Intellectual Authority and Its Changing Infrastructures in North American and Australian Christianity, 1960s-2010s
Scholars working in religious history, intellectual history, history of media, and religion and theology may be interested in this 2-day symposium being held both online and in-person at ACU Brisbane CBD campus on 28-29 July Australian Eastern time (evenings of 27-28 July in US timezones). The call for papers is open until 30 May, but online attendance will remain free and open to all who register in advance at https://intellectual-authority.eventbrite.com.au
Keynote speakers include:
- Willie James Jennings, Associate Professor of Systematic Theology and Africana Studies at Yale Divinity School, and author of After Whiteness: An Education in Belonging (2020).
- Professor Kristin Kobes du Mez of Calvin University, historian, and author of Jesus and John Wayne: How White Evangelicals Corrupted a Faith and Fractured a Nation (2020).
- Dr Garry Deverell, inaugural Vice-Chancellor’s Fellow in Indigenous Theologies at the University of Divinity in Melbourne, and the author of Gondwana theology: A Trawloolway man reflects on Christian faith (2018).
- Dr Tom Aechtner, author of Media and Science-Religion Conflict: Mass Persuasion in the Evolution Wars (2020) and Senior Lecturer in Religion, University of Queensland.
By “infrastructures” of intellectual authority, the symposium aims to put into historical perspective the way Christians in Australia and North America have licensed and credentialed ideas and their purveyors as authoritative or not. This includes churches and their professions of adherence to the authority of scripture and ecclesial authority but goes beyond these dimensions to explore actually practiced historical mediations of intellectual authority over the previous 50 years at the interfaces of universities, Bible colleges, publishing and marketing houses, media ecologies and parachurch ministries and more. It also includes factors shaping orientations of trust or suspicion toward mainstream expertise and theological relations with secular disciplinary knowledge.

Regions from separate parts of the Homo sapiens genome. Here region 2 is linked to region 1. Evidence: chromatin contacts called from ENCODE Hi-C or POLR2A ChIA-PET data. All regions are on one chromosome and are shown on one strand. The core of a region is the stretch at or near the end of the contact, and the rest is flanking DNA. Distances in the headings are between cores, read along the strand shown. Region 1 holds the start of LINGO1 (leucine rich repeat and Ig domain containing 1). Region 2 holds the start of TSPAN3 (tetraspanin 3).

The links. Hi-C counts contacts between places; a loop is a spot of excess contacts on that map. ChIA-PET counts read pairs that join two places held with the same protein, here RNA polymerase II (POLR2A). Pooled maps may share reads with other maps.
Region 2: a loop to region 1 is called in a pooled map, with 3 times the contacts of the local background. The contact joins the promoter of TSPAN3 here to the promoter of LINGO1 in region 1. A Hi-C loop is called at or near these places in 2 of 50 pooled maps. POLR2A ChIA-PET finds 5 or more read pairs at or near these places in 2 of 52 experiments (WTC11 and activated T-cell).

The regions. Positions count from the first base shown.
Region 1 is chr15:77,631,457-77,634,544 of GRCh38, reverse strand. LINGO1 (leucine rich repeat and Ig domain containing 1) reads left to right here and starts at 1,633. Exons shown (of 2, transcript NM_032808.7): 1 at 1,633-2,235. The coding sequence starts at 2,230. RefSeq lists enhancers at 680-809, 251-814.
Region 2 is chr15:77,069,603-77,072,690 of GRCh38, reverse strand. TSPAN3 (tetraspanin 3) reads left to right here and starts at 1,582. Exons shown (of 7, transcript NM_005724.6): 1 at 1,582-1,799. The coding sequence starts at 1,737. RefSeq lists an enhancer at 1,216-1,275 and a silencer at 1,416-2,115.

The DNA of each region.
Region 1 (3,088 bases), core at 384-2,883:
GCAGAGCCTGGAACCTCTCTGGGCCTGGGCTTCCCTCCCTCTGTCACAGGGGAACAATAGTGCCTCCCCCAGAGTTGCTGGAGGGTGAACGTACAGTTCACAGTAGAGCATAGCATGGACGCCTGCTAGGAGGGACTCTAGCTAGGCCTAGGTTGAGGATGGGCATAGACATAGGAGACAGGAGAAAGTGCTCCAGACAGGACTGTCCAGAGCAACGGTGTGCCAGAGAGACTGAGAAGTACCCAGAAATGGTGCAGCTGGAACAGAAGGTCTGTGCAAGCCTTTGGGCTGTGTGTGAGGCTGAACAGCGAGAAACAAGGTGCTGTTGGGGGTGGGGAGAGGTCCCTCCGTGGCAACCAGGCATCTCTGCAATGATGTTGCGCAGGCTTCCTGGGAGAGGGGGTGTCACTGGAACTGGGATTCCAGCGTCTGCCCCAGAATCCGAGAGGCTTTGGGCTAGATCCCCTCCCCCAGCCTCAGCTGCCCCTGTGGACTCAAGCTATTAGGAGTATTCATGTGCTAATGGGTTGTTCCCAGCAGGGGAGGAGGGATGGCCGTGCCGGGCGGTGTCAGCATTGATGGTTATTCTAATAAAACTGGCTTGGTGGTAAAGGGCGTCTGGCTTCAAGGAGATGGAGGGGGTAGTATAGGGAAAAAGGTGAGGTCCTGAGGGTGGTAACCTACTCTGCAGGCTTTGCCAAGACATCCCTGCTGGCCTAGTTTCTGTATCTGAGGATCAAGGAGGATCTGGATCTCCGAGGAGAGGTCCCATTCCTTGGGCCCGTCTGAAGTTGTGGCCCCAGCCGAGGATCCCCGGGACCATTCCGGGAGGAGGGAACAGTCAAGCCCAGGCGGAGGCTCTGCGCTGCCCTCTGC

The symposium also considers these infrastructures in the light of the ongoing imperative to decolonize knowledge production. We ask about the way that such infrastructures of intellectual authority in Christianity have been racialized, taking whiteness, in Willie James Jennings’ terms, to be their “convening power,” and the ways that Indigenous theologians, Black theologians and others have viewed the task of theological formation in recent decades.
We seek further individual papers on questions such as:
- How have Christian churches, groups and individuals in Australia, the US, and Canada changed over time in the way they exercise, license, distinguish and generate intellectual authority?
- How have churches and theological colleges in both Australia, the US and Canada responded, or not, to the call to ‘decolonise’ ways of knowing?
- How have US and Australian churches positioned themselves in relation to the Global South as they credential intellectual authority via the infrastructures of the Global North?
- Are there distinctively US modes of generating intellectual authority, leadership and credibility, and have these taken root or been adapted in Australian culture?
- What are the implications for Christian responses to and acceptance of expert knowledge regarding science, health, the environment, and sexuality?
The full Call for Papers is available at the event website: https://intellectual-authority.eventbrite.com.au
The symposium is hosted by ACU, Deakin University with the support of the Religious History Association of Australia.
To express interest in presenting, please submit a 200- word abstract and title, together with a brief biography
by 30 May 2021 to Dr Michael Thompson at Michael.email@example.com